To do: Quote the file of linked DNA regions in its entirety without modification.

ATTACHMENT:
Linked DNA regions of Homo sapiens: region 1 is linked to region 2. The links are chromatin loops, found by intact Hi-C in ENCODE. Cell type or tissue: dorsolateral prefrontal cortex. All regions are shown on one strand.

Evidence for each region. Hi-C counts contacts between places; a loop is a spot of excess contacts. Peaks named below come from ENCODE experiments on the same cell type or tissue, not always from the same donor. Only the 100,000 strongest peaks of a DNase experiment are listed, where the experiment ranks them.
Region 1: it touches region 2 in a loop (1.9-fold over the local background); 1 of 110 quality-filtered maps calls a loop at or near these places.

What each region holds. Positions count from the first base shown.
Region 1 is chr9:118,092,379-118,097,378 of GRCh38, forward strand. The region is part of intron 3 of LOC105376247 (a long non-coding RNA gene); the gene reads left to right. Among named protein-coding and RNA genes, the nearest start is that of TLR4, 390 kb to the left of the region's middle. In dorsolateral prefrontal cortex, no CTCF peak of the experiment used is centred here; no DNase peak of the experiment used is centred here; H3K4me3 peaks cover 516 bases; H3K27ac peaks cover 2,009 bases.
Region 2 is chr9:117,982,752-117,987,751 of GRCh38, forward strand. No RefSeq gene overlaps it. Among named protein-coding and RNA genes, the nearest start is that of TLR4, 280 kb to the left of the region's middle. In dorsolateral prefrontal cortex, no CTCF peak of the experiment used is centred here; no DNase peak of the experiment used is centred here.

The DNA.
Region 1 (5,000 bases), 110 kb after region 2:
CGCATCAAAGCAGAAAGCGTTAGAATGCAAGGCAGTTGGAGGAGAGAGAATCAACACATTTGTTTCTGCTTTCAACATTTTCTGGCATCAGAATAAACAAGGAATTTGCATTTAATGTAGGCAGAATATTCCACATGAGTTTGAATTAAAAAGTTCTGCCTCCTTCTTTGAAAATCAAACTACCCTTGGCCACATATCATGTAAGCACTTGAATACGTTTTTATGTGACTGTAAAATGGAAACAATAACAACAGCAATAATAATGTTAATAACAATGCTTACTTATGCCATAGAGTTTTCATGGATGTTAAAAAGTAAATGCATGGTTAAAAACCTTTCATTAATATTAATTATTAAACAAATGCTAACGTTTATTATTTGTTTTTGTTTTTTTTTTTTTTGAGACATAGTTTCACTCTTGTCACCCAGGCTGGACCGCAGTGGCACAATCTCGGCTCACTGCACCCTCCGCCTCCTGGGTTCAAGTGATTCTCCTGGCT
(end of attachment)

Linked DNA regions of Homo sapiens: region 1 is linked to region 2. The links are chromatin loops, found by intact Hi-C in ENCODE. Cell type or tissue: dorsolateral prefrontal cortex. All regions are shown on one strand.

Evidence for each region. Hi-C counts contacts between places; a loop is a spot of excess contacts. Peaks named below come from ENCODE experiments on the same cell type or tissue, not always from the same donor. Only the 100,000 strongest peaks of a DNase experiment are listed, where the experiment ranks them.
Region 1: it touches region 2 in a loop (1.9-fold over the local background); 1 of 110 quality-filtered maps calls a loop at or near these places.

What each region holds. Positions count from the first base shown.
Region 1 is chr9:118,092,379-118,097,378 of GRCh38, forward strand. The region is part of intron 3 of LOC105376247 (a long non-coding RNA gene); the gene reads left to right. Among named protein-coding and RNA genes, the nearest start is that of TLR4, 390 kb to the left of the region's middle. In dorsolateral prefrontal cortex, no CTCF peak of the experiment used is centred here; no DNase peak of the experiment used is centred here; H3K4me3 peaks cover 516 bases; H3K27ac peaks cover 2,009 bases.
Region 2 is chr9:117,982,752-117,987,751 of GRCh38, forward strand. No RefSeq gene overlaps it. Among named protein-coding and RNA genes, the nearest start is that of TLR4, 280 kb to the left of the region's middle. In dorsolateral prefrontal cortex, no CTCF peak of the experiment used is centred here; no DNase peak of the experiment used is centred here.

The DNA.
Region 1 (5,000 bases), 110 kb after region 2:
CGCATCAAAGCAGAAAGCGTTAGAATGCAAGGCAGTTGGAGGAGAGAGAATCAACACATTTGTTTCTGCTTTCAACATTTTCTGGCATCAGAATAAACAAGGAATTTGCATTTAATGTAGGCAGAATATTCCACATGAGTTTGAATTAAAAAGTTCTGCCTCCTTCTTTGAAAATCAAACTACCCTTGGCCACATATCATGTAAGCACTTGAATACGTTTTTATGTGACTGTAAAATGGAAACAATAACAACAGCAATAATAATGTTAATAACAATGCTTACTTATGCCATAGAGTTTTCATGGATGTTAAAAAGTAAATGCATGGTTAAAAACCTTTCATTAATATTAATTATTAAACAAATGCTAACGTTTATTATTTGTTTTTGTTTTTTTTTTTTTTGAGACATAGTTTCACTCTTGTCACCCAGGCTGGACCGCAGTGGCACAATCTCGGCTCACTGCACCCTCCGCCTCCTGGGTTCAAGTGATTCTCCTGGCT